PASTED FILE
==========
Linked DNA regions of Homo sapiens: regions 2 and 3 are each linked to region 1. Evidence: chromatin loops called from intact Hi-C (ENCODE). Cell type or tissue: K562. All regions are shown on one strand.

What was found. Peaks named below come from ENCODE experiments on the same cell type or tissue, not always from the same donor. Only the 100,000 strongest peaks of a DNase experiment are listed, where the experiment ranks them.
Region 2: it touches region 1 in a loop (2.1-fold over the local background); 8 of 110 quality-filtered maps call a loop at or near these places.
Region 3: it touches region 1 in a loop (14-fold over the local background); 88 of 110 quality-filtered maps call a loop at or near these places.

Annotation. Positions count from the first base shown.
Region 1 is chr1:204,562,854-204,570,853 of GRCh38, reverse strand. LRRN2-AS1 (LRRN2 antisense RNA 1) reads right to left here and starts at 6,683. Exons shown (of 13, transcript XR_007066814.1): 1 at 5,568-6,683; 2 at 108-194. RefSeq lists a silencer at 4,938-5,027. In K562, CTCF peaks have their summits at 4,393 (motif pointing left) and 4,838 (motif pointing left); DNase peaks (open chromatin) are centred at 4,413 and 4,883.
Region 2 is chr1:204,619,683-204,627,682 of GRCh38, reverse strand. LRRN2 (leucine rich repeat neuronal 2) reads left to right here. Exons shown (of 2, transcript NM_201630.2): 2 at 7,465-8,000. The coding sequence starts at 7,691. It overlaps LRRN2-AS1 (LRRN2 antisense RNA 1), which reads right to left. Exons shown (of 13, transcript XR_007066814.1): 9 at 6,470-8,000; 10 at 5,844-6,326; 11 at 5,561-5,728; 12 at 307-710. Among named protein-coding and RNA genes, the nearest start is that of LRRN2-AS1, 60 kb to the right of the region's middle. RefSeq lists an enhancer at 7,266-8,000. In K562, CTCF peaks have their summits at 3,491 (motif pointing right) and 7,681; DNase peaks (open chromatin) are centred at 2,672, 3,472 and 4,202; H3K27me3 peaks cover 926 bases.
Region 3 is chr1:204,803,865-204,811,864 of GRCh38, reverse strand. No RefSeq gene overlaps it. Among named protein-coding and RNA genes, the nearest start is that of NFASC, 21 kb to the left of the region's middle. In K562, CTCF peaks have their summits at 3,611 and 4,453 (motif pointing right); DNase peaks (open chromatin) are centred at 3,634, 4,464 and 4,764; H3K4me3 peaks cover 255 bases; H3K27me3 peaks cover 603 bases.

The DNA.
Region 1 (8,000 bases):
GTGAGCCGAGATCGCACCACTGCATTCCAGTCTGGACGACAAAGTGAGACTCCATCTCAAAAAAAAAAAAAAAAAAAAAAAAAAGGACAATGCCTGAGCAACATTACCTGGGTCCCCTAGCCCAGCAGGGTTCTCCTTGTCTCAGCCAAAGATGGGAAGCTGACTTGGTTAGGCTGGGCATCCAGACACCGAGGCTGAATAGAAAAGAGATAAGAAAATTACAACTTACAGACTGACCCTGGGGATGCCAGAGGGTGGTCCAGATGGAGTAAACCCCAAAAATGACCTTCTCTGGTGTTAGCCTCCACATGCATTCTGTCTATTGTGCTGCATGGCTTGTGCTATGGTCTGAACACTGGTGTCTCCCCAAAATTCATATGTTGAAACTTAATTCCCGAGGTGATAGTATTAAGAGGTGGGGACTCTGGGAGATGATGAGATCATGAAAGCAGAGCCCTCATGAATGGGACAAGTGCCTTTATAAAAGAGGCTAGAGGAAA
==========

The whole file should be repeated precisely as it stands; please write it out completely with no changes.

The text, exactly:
Linked DNA regions of Homo sapiens: regions 2 and 3 are each linked to region 1. Evidence: chromatin loops called from intact Hi-C (ENCODE). Cell type or tissue: K562. All regions are shown on one strand.

What was found. Peaks named below come from ENCODE experiments on the same cell type or tissue, not always from the same donor. Only the 100,000 strongest peaks of a DNase experiment are listed, where the experiment ranks them.
Region 2: it touches region 1 in a loop (2.1-fold over the local background); 8 of 110 quality-filtered maps call a loop at or near these places.
Region 3: it touches region 1 in a loop (14-fold over the local background); 88 of 110 quality-filtered maps call a loop at or near these places.

Annotation. Positions count from the first base shown.
Region 1 is chr1:204,562,854-204,570,853 of GRCh38, reverse strand. LRRN2-AS1 (LRRN2 antisense RNA 1) reads right to left here and starts at 6,683. Exons shown (of 13, transcript XR_007066814.1): 1 at 5,568-6,683; 2 at 108-194. RefSeq lists a silencer at 4,938-5,027. In K562, CTCF peaks have their summits at 4,393 (motif pointing left) and 4,838 (motif pointing left); DNase peaks (open chromatin) are centred at 4,413 and 4,883.
Region 2 is chr1:204,619,683-204,627,682 of GRCh38, reverse strand. LRRN2 (leucine rich repeat neuronal 2) reads left to right here. Exons shown (of 2, transcript NM_201630.2): 2 at 7,465-8,000. The coding sequence starts at 7,691. It overlaps LRRN2-AS1 (LRRN2 antisense RNA 1), which reads right to left. Exons shown (of 13, transcript XR_007066814.1): 9 at 6,470-8,000; 10 at 5,844-6,326; 11 at 5,561-5,728; 12 at 307-710. Among named protein-coding and RNA genes, the nearest start is that of LRRN2-AS1, 60 kb to the right of the region's middle. RefSeq lists an enhancer at 7,266-8,000. In K562, CTCF peaks have their summits at 3,491 (motif pointing right) and 7,681; DNase peaks (open chromatin) are centred at 2,672, 3,472 and 4,202; H3K27me3 peaks cover 926 bases.
Region 3 is chr1:204,803,865-204,811,864 of GRCh38, reverse strand. No RefSeq gene overlaps it. Among named protein-coding and RNA genes, the nearest start is that of NFASC, 21 kb to the left of the region's middle. In K562, CTCF peaks have their summits at 3,611 and 4,453 (motif pointing right); DNase peaks (open chromatin) are centred at 3,634, 4,464 and 4,764; H3K4me3 peaks cover 255 bases; H3K27me3 peaks cover 603 bases.

The DNA.
Region 1 (8,000 bases):
GTGAGCCGAGATCGCACCACTGCATTCCAGTCTGGACGACAAAGTGAGACTCCATCTCAAAAAAAAAAAAAAAAAAAAAAAAAAGGACAATGCCTGAGCAACATTACCTGGGTCCCCTAGCCCAGCAGGGTTCTCCTTGTCTCAGCCAAAGATGGGAAGCTGACTTGGTTAGGCTGGGCATCCAGACACCGAGGCTGAATAGAAAAGAGATAAGAAAATTACAACTTACAGACTGACCCTGGGGATGCCAGAGGGTGGTCCAGATGGAGTAAACCCCAAAAATGACCTTCTCTGGTGTTAGCCTCCACATGCATTCTGTCTATTGTGCTGCATGGCTTGTGCTATGGTCTGAACACTGGTGTCTCCCCAAAATTCATATGTTGAAACTTAATTCCCGAGGTGATAGTATTAAGAGGTGGGGACTCTGGGAGATGATGAGATCATGAAAGCAGAGCCCTCATGAATGGGACAAGTGCCTTTATAAAAGAGGCTAGAGGAAA